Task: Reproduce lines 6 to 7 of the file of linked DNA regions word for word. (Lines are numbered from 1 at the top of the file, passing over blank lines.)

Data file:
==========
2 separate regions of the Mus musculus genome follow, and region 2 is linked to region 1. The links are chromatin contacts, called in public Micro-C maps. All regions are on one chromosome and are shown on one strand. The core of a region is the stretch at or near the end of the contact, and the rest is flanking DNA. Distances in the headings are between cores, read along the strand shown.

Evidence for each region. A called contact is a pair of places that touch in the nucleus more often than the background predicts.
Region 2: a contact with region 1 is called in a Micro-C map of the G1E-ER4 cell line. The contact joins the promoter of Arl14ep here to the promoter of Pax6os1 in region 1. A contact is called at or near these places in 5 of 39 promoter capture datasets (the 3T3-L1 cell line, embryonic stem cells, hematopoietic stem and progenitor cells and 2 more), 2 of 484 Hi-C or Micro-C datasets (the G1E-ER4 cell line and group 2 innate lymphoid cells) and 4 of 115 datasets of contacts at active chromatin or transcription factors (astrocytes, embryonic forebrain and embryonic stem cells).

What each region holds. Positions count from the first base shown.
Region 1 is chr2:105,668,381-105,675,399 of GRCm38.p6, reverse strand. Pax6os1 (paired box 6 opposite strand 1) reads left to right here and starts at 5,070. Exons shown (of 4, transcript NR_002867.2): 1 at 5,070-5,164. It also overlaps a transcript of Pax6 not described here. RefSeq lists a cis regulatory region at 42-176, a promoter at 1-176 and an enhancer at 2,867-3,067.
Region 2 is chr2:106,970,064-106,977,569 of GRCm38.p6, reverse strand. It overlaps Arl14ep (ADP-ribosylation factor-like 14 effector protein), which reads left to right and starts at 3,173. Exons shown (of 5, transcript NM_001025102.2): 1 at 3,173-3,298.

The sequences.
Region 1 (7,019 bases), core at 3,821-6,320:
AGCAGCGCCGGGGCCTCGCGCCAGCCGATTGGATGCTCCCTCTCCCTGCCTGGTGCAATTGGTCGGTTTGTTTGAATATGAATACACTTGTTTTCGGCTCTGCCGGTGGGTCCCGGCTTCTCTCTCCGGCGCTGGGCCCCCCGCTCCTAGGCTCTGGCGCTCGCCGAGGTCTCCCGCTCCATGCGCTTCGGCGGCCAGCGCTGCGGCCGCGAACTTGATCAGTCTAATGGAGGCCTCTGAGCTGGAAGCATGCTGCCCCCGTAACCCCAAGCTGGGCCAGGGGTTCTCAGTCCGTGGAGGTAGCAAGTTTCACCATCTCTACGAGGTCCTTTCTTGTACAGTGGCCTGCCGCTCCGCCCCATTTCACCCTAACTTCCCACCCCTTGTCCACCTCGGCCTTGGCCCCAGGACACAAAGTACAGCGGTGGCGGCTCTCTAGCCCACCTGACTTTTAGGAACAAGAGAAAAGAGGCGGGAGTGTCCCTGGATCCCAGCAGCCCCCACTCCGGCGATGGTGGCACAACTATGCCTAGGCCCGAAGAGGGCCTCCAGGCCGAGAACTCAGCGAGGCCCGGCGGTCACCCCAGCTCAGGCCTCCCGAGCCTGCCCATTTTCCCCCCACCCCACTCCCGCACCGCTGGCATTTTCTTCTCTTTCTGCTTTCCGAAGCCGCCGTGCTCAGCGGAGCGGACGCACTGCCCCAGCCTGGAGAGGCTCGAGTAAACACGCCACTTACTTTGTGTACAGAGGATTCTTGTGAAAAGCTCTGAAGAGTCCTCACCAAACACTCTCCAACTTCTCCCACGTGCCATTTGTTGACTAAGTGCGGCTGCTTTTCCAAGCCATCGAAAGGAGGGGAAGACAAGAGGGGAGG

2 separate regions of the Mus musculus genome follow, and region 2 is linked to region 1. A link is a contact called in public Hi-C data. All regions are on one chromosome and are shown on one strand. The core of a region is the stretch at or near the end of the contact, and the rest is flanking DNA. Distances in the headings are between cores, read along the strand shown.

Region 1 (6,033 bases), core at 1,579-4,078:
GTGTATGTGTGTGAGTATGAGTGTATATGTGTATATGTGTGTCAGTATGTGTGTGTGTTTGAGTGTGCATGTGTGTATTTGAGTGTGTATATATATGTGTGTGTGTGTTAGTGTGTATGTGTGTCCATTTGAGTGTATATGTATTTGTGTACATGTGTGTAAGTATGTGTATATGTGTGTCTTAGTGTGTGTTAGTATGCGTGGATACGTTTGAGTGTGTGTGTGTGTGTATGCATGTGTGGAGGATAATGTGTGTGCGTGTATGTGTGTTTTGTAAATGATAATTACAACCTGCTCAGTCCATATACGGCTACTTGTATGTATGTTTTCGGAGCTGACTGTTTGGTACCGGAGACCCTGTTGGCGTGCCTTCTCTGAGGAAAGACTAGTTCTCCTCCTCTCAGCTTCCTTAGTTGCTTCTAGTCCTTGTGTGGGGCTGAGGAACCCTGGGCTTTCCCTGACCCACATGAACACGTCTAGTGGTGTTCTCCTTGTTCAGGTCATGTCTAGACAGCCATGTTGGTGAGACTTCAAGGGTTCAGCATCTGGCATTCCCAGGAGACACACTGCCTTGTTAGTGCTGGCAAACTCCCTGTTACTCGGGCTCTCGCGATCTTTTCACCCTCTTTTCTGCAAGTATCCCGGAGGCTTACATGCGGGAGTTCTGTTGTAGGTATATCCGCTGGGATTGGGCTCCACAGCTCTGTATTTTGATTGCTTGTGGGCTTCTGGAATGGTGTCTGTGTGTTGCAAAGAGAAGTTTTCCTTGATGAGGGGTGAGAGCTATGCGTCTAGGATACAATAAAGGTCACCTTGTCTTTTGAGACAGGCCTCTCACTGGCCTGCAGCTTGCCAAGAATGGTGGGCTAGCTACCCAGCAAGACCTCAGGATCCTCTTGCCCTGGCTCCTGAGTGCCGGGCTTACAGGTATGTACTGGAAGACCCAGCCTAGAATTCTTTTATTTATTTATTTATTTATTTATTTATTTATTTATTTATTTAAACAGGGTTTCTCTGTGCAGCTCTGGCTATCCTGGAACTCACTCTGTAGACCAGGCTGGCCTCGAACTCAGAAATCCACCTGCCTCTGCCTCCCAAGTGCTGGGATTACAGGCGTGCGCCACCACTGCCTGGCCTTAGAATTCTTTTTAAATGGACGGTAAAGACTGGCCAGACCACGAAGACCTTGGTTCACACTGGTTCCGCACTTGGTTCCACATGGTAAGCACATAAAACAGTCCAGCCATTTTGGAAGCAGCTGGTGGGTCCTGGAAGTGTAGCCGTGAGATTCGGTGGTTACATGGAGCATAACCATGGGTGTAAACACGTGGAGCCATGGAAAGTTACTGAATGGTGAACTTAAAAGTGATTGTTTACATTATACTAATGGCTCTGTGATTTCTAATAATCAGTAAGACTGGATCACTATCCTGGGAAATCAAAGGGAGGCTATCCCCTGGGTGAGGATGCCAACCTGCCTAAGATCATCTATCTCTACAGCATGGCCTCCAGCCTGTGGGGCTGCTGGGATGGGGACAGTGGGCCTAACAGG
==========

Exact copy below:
Region 2 is chr2:106,970,064-106,977,569 of GRCm38.p6, reverse strand. It overlaps Arl14ep (ADP-ribosylation factor-like 14 effector protein), which reads left to right and starts at 3,173. Exons shown (of 5, transcript NM_001025102.2): 1 at 3,173-3,298.

The sequences.